Adding a Graphics Card to an Amiga 500

Sunday 26th of November 2017 10:15:43 PM
Always after ways to push the trusty Amiga 500 to new limits, I discovered a post on the German A1k.org website about someone who had fitted a graphics card to his A500. This was a feat I felt I should replicate. I'm almost, but not quite, there. However, there were lots of hoops which needed jumping through first... It's Amiga weekend, apparently! This story is a bit more hardware-focuseed, obviously.

Ten years of Icaros Desktop

Sunday 26th of November 2017 10:12:45 PM
It was a long, long time ago. A quite younger myself (Paolo Besser) presented AROS to some hundreds of people visiting Pianeta Amiga 2007, a still popular italian fair about Amiga products. While showing it at the event, I realized that the best way to advertise the open-source Amiga "clone" among the Amiga community was to prove it was already able to do things: AROS, in fact, was being developed for 12 years, but very little was known about its applications outside of its little community of developers and hackers. Most people believed it was simply too far, feature-wise, from AmigaOS and MorphOS to be actually useful for anything. This was, sadly, partially true. AROS hardware support was tiny, it didn't talk with USB devices, it had not hardware acceleration, it could barely do networking but it hadn't even a browser. There were many software pieces already in place, but almost nobody knew how to chain and take advantage of them. Moreover, most AROS applications were difficult to find and configure, so the best most people did with AROS builds was just downloading them from time to time, test the graphic demos, and forget about it 10 minutes later. A real pity: people poking with Lunapaint at Pianeta Amiga 2007 showed amusement and were impressed to see a common PC running an Amiga-ish operating system so nicely. Something more had to be done! Icaros is probably the best and easiest way to experience AROS - and thus, an AmigaOS-like operating system - today. Great work, and here's to another ten years!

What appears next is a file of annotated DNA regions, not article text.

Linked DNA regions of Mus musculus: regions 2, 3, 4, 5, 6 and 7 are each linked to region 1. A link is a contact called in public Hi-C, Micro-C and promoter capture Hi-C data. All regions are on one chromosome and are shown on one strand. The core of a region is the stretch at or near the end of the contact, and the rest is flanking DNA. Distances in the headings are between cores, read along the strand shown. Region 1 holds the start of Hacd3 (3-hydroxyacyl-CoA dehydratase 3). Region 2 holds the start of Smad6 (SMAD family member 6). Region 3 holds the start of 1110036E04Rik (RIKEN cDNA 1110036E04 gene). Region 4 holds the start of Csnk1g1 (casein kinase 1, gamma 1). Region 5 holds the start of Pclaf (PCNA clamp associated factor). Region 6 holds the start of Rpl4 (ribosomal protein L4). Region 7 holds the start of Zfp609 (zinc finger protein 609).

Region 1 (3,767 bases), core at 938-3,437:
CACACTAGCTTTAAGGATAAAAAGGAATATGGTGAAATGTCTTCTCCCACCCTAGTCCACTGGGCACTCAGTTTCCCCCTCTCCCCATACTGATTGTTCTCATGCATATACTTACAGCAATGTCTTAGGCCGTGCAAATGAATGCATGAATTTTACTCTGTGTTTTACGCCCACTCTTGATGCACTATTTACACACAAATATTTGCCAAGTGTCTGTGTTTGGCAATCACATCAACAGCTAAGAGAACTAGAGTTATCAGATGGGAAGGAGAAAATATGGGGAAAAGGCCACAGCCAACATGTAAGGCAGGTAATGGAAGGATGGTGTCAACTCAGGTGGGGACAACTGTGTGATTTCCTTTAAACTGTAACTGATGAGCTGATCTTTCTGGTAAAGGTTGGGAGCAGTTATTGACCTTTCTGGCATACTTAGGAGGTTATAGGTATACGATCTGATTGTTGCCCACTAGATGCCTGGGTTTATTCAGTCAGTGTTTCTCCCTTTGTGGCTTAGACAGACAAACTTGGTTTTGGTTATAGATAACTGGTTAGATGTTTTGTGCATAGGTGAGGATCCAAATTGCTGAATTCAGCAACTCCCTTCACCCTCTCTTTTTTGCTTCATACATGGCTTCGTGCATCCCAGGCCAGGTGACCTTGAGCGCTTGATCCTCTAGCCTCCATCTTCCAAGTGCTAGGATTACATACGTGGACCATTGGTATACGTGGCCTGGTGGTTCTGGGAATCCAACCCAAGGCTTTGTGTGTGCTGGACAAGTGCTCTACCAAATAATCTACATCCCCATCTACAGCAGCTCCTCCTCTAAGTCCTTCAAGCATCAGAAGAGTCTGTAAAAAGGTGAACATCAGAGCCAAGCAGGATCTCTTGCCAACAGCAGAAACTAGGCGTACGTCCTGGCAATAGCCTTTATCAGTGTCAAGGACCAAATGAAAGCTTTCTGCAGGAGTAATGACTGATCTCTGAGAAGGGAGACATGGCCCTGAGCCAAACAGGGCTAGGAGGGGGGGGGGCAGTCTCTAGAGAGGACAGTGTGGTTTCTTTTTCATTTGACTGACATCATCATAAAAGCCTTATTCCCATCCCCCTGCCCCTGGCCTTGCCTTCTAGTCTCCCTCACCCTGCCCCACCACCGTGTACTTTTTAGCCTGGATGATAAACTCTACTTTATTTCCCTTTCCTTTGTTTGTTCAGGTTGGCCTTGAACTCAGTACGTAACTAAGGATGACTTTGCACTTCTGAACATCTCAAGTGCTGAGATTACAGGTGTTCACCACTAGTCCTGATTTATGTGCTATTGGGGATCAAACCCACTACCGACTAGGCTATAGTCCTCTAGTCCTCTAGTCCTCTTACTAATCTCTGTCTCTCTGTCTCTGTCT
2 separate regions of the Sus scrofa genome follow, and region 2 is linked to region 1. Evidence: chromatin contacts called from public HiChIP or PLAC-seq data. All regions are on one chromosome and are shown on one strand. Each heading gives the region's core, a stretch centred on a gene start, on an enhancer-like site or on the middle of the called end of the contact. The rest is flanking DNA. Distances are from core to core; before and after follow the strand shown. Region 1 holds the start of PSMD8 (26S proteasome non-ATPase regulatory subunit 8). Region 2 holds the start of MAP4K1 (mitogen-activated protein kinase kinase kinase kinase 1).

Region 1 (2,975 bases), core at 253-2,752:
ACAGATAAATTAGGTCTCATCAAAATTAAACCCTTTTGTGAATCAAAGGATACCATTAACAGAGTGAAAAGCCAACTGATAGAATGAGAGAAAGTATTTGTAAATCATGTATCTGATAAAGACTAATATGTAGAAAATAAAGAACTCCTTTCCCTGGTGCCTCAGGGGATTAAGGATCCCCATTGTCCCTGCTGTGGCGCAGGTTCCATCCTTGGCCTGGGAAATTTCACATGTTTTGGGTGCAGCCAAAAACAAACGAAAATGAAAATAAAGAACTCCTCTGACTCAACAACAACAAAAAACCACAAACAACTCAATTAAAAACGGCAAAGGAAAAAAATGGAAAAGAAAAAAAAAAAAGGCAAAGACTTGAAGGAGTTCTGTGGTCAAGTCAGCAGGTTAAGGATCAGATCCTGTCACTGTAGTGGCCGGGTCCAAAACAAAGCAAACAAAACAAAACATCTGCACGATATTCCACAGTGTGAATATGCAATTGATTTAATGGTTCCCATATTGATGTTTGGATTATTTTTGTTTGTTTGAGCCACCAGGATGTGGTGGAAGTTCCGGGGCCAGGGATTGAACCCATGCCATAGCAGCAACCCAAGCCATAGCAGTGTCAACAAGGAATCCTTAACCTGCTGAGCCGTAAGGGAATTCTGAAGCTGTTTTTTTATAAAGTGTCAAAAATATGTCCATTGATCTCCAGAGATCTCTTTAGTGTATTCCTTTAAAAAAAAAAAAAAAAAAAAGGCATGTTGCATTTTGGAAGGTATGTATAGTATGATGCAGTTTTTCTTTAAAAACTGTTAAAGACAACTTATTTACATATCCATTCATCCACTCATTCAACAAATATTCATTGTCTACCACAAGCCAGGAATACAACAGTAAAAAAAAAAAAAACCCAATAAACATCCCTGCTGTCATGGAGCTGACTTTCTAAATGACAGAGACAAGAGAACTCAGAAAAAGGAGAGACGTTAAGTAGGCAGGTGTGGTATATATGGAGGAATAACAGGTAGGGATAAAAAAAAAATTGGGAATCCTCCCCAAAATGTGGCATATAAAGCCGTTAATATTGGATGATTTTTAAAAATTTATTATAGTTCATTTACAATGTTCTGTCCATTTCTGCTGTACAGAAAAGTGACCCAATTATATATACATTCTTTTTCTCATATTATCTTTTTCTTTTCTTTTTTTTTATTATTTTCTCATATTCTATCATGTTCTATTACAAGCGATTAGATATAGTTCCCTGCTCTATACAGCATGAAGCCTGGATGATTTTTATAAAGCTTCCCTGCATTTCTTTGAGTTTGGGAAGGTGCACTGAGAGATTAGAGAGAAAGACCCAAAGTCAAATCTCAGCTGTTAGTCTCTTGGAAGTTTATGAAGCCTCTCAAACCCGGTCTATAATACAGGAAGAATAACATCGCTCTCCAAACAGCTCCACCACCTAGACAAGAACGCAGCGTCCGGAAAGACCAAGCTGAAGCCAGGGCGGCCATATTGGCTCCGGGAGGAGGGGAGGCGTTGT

FCC releases final proposal to end net neutrality

Wednesday 22nd of November 2017 10:58:41 PM
The FCC has released the final draft of its proposal to destroy net neutrality. The order removes nearly every net neutrality rule on the books - internet providers will be free to experiment with fast and slow lanes, prioritize their own traffic, and block apps and services. There's really only one rule left here: that ISPs have to publicly disclose when they're doing these things. The US already has absolutely terrible internet compared to most developed nations, and this will only make it worse. What an absolutely and utterly bad proposal - clearly the result of deep-rooted corruption and bribery among US carriers and the US government.

Replacing x86 firmware with Linux and Go

Wednesday 22nd of November 2017 10:58:10 PM